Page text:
Marie-Noëlle Carré is a project manager (Strategies team) in Groupe BC2, a highly-qualified consulting firm located in Montreal and operating in various areas: urbanism, planning, environment, landscape architecture, geomatics. She is a former CRÉ postdoctoral fellow in environmental ethics. She defended her PhD in geography and planning at Université Sorbonne-Nouvelle Paris 3 (France) in October 2013. Her doctoral thesis examined waste management and governance in Buenos Aires. Her postdoctoral research analyzes the future of large and closed sanitary landfills, the most commonly used methods for waste treatment in the world. Marie-Noëlle’s current projects focus on governance at a distance of mining in French Guiana’s remote areas. As such, she contributes to GUYINT, a research project between Americas and Europe coordinated by Pr. François-Michel Le Tourneau (UMiGlobes - University of Arizona).


Denisse Roca Servat: Profesora titular de la Escuela de Ciencias Sociales, e investigadora de la Línea de Alternativas al Desarrollo del Grupo Territorio de la Universidad Pontificia Bolivariana (UPB) sede Medellín, Colombia. Denisse realizó su PhD en Estudios de Justicia en la Universidad Estatal de Arizona, y sus estudios de maestría en el Instituto de Estudios Politicos de Burdeos, Francia. Sus investigaciones dialogan con perspectivas teóricas de la ecología política, la geografía crítica, los estudios culturales, así como con teorías críticas del derecho y de la política. Sus últimas investigaciones tratan sobre la “Justicia Hídrica en Perú y Colombia en el contexto de conflictos socio-ambientales por extractivismo minero”, y la “Ecología Política y el Pensamiento Ambiental en América Latina”. Actualmente coordina el equipo de investigación de la UPB del proyecto conjunto con la Universidad de Montreal: “Historizando Urbanismos del Agua en Colombia”. Combina el método etnográfico con la investigación-acción, y otras metodologías cualitativas como la cartografía social, el análisis del discurso, de las narrativas, y expresiones artísticas, Denisse se interesa por abrir sentidos y transcender la mirada disciplinaria moderna del conocimiento. Ella participa como investigadora de la Alianza Internacional Justicia Hídrica, y del Grupo de Trabajo de Ecología Política Abya-Yala de CLACSO, y coordina desde el 2014 el Grupo de Estudio de Ecología Política y Justicia Hídrica (GEEPJH).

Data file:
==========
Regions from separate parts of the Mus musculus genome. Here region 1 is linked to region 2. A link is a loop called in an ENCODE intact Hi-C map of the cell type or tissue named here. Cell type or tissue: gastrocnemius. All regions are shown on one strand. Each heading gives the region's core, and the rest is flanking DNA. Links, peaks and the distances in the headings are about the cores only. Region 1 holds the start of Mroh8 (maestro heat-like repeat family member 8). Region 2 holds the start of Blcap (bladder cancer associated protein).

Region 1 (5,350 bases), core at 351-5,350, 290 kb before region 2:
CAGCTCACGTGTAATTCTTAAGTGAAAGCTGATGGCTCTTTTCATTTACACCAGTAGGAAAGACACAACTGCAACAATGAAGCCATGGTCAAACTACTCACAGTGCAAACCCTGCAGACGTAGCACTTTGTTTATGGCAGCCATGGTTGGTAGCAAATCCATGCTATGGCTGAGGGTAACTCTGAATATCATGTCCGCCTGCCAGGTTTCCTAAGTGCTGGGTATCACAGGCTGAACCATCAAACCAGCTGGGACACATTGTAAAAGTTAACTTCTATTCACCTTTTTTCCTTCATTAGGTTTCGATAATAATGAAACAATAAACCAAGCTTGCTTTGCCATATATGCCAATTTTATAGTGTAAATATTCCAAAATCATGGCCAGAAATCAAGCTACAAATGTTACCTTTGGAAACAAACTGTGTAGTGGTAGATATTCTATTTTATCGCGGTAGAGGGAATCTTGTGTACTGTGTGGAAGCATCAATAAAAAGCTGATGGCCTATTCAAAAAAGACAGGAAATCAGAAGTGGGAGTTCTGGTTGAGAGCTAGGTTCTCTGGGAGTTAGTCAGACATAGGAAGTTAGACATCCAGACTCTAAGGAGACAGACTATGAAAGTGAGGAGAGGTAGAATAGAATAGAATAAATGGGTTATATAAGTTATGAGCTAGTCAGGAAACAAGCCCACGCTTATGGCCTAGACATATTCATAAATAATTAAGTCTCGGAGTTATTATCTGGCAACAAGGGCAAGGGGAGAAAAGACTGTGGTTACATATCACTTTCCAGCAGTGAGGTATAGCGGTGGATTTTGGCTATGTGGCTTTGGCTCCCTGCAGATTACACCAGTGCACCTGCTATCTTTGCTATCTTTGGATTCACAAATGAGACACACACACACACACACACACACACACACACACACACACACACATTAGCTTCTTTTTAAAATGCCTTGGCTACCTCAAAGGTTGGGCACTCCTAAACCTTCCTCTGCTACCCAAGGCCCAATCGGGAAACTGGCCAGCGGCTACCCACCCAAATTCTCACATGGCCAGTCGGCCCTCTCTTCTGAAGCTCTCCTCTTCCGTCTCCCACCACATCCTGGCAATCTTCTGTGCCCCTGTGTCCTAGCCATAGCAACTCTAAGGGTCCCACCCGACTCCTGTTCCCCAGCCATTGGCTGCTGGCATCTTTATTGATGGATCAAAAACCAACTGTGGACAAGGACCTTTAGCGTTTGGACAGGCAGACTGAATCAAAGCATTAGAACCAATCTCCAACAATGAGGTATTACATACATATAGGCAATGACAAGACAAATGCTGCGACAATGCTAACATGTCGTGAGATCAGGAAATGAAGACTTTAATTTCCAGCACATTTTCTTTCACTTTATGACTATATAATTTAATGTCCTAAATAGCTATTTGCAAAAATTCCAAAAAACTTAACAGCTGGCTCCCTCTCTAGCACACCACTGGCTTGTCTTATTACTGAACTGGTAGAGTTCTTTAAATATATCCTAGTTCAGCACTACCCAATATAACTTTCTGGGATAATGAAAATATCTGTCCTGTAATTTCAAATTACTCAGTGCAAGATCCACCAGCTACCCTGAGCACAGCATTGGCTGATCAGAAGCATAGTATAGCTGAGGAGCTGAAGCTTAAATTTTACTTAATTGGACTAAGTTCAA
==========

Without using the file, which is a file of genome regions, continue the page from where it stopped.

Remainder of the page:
Postdoctoral research

Florence Larocque earned a bachelor’s degree in International Studies and a master’s in Political Science from the Université de Montréal, before pursuing her doctoral studies in Political Science at Columbia University (New York). Her doctoral thesis analyzes water reforms that took place in Latin America between 1980 and 2014. Her postdoctoral research project will analyze the decision-making processes, social dynamics and ethical considerations explaining whether human consumption of drinking water is considered a priority use of water, namely that needs to be satisfied before a drinking-water source is used for other purposes. Her research interests lie in comparative social policy as well as in the political participation and mobilization of citizens, especially in Canada, Latin America and Europe. She also studies the factors influencing the availability and accessibility of data used for research in political science. Her articles have been published in Policy & Politics, the Canadian Journal of Political Science and Politique et Sociétés.